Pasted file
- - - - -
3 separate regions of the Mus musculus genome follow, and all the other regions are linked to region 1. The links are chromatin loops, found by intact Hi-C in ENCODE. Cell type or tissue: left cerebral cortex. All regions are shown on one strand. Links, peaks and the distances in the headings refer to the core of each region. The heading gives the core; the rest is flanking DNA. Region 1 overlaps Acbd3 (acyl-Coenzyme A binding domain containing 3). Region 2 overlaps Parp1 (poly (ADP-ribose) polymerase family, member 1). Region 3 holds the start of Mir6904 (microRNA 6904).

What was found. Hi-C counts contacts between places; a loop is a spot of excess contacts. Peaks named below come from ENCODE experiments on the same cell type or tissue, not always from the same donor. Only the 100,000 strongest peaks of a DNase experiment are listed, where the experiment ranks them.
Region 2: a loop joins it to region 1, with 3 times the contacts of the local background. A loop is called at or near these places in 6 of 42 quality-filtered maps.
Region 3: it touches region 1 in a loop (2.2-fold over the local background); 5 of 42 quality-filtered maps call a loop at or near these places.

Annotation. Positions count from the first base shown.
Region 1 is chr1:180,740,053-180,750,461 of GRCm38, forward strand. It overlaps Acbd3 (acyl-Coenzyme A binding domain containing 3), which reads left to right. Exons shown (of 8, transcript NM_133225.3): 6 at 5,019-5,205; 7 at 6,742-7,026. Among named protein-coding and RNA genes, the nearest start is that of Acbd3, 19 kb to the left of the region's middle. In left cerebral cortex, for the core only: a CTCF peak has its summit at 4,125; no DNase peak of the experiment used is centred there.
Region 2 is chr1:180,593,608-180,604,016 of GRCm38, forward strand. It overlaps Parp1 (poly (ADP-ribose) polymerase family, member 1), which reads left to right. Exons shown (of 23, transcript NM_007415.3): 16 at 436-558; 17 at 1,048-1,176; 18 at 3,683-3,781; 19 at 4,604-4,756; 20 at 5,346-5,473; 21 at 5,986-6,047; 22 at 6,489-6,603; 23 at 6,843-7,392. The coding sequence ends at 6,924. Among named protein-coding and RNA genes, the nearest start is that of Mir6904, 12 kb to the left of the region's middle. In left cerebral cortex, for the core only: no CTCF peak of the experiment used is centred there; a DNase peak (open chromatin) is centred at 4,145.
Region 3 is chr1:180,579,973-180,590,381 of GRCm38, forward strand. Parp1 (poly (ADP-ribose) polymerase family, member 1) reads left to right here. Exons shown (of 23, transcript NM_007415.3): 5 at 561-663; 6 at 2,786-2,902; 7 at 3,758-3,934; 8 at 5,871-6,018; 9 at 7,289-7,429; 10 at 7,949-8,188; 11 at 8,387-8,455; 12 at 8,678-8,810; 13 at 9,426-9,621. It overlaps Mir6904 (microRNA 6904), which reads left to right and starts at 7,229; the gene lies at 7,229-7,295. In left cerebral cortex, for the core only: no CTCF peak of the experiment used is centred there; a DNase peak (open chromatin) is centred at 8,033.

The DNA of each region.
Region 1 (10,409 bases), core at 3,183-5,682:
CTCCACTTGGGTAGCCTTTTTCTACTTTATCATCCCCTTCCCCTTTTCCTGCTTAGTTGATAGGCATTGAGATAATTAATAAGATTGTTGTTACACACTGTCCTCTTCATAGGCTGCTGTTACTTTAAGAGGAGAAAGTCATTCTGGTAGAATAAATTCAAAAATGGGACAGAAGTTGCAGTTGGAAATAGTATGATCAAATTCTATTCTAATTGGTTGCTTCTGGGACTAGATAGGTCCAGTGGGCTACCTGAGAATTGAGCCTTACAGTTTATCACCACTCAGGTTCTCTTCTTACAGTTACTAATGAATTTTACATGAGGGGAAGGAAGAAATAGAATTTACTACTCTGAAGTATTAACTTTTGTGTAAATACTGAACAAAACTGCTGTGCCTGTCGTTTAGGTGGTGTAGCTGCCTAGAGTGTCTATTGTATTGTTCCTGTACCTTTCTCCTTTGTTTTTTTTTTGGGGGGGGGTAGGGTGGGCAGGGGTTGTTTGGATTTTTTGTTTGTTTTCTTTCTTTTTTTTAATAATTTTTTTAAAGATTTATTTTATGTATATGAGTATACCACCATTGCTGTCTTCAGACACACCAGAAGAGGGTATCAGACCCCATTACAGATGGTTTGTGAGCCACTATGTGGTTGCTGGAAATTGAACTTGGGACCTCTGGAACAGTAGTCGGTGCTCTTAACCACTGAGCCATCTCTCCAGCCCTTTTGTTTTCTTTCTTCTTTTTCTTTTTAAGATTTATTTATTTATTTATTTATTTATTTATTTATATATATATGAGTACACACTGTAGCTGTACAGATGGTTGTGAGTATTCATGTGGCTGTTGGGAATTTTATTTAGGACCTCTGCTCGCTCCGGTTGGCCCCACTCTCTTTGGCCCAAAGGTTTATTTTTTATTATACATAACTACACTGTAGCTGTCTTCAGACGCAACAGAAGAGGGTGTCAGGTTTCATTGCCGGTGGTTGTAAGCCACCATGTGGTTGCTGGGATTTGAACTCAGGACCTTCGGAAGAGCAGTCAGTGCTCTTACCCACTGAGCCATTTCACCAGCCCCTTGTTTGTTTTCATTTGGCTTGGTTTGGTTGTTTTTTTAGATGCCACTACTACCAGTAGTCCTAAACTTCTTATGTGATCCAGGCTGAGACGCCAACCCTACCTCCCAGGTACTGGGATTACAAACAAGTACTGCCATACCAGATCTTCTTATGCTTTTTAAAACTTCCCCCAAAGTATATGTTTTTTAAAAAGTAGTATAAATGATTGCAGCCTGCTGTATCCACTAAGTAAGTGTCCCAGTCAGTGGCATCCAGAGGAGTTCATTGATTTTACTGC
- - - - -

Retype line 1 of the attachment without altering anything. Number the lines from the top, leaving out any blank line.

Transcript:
3 separate regions of the Mus musculus genome follow, and all the other regions are linked to region 1. The links are chromatin loops, found by intact Hi-C in ENCODE. Cell type or tissue: left cerebral cortex. All regions are shown on one strand. Links, peaks and the distances in the headings refer to the core of each region. The heading gives the core; the rest is flanking DNA. Region 1 overlaps Acbd3 (acyl-Coenzyme A binding domain containing 3). Region 2 overlaps Parp1 (poly (ADP-ribose) polymerase family, member 1). Region 3 holds the start of Mir6904 (microRNA 6904).